Challenges Give Kids a Feeling of Power
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Young children LOVE being challenged. Give them a problem to solve, little challenges to master, and they will rise to your challenges every time—as long as they are given with a light-hearted approach.
It’s so exhausting and draining to keep threatening and yelling at our kids, to get them to do what we want. Challenges and choices offer children an opportunity to use their creative and imaginative muscles while at the same time getting them to do what you want. We spend far too much time telling our children what to do, how to do it, and when to do it. Make sure you give them the opportunity to direct you once in awhile so they don’t keep ending up on the short end of the power stick.
If your kids are acting out, are angry at you, or taking it out on a sibling, you can be pretty sure that a feeling of powerless is at the root of the behavior. Giving them challenges and choices evens out the balance and you will likely see better behavior.
Here are a few ideas to motivate and set challenges–then try some of your own:
- I’m not sure you can pick that jacket up and get it to actually stay on the hook. Isn’t that hook too high for you to reach?
- How long do you think it would take you to run around the outside of the house? How about if I count and see what number I get up to?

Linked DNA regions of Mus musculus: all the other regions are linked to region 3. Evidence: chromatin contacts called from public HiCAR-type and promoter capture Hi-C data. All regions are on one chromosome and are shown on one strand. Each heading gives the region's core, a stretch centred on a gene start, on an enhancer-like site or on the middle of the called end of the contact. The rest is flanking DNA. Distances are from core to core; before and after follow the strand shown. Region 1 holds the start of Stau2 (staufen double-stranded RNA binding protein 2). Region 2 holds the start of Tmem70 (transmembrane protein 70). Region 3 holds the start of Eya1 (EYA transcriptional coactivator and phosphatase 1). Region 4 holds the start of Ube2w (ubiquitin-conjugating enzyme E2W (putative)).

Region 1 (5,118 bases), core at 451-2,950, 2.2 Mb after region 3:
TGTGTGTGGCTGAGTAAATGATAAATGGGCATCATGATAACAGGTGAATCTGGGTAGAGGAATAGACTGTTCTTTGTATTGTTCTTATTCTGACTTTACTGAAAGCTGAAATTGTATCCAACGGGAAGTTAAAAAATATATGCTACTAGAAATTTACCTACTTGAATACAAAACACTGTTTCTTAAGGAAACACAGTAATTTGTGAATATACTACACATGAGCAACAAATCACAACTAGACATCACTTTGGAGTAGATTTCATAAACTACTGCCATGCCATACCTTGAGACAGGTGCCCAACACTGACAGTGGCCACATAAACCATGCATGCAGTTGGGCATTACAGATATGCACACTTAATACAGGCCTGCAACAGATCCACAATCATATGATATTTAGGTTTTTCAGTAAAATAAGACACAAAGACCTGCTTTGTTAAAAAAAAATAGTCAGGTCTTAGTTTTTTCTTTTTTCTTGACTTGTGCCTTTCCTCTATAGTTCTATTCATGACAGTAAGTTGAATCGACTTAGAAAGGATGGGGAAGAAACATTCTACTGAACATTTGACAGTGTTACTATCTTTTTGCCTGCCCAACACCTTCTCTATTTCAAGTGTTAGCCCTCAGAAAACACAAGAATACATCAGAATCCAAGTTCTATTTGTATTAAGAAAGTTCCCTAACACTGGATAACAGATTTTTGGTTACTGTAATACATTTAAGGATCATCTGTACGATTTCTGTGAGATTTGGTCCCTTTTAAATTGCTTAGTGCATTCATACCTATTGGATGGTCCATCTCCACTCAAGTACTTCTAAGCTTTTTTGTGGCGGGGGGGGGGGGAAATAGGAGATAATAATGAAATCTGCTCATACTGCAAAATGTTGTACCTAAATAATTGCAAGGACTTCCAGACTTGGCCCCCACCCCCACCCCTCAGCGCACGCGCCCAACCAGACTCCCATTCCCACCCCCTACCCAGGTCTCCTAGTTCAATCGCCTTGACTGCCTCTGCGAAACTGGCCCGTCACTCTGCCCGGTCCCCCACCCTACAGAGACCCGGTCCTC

- I bet you can’t get dressed as fast as I can. Shall we set the timer?
- I wonder if you can get your plate to the sink by the time I count to 10.
- Let’s see who can be silent the longest? First one who makes a noise has to give the other one a kiss.
- If you run upstairs to get your sweater, I’ll count. Let’s see how high I get to.
- Can you do “Itsy Bitsy Spider” all the way through with no words only the hand motions?
- Do you want to climb into your car seat like a monkey? A Lion? Or fly in like an eagle?
- You can’t have ice cream now. Imagine if you could turn everything in the kitchen into ice cream. What flavor would the refrigerator be? The sink? The stove? Which one would you lick first?
- Imagine if your bed had wings that would shoot out when you pressed a button. Where would you make it fly?
- Which one of you will feed the dog and which one will clear the table? Whoever gets it done gets a big kiss from me.
- It’s time to go upstairs. What marching song shall we choose tonight? “When the Saints Go Marching In” or “Stars and Stripes Forever”?
- You don’t like that I told you to turn off the TV. I wonder what it would be like if you didn’t have a parent telling you what to do all the time. Let’s think of all the things you could do.
This reply came from a parent who tried this: “Challenges all last night. Especially while preparing dinner, (mostly in an attempt to keep them out of the kitchen!) “Who can do 20 jumping jacks?” “Who can clap while singing Mary Had a Little Lamb?”….”I CAN!”…”I CAN!!” Like a charm!! It was excellent! They even started presenting challenges to each other…haha!”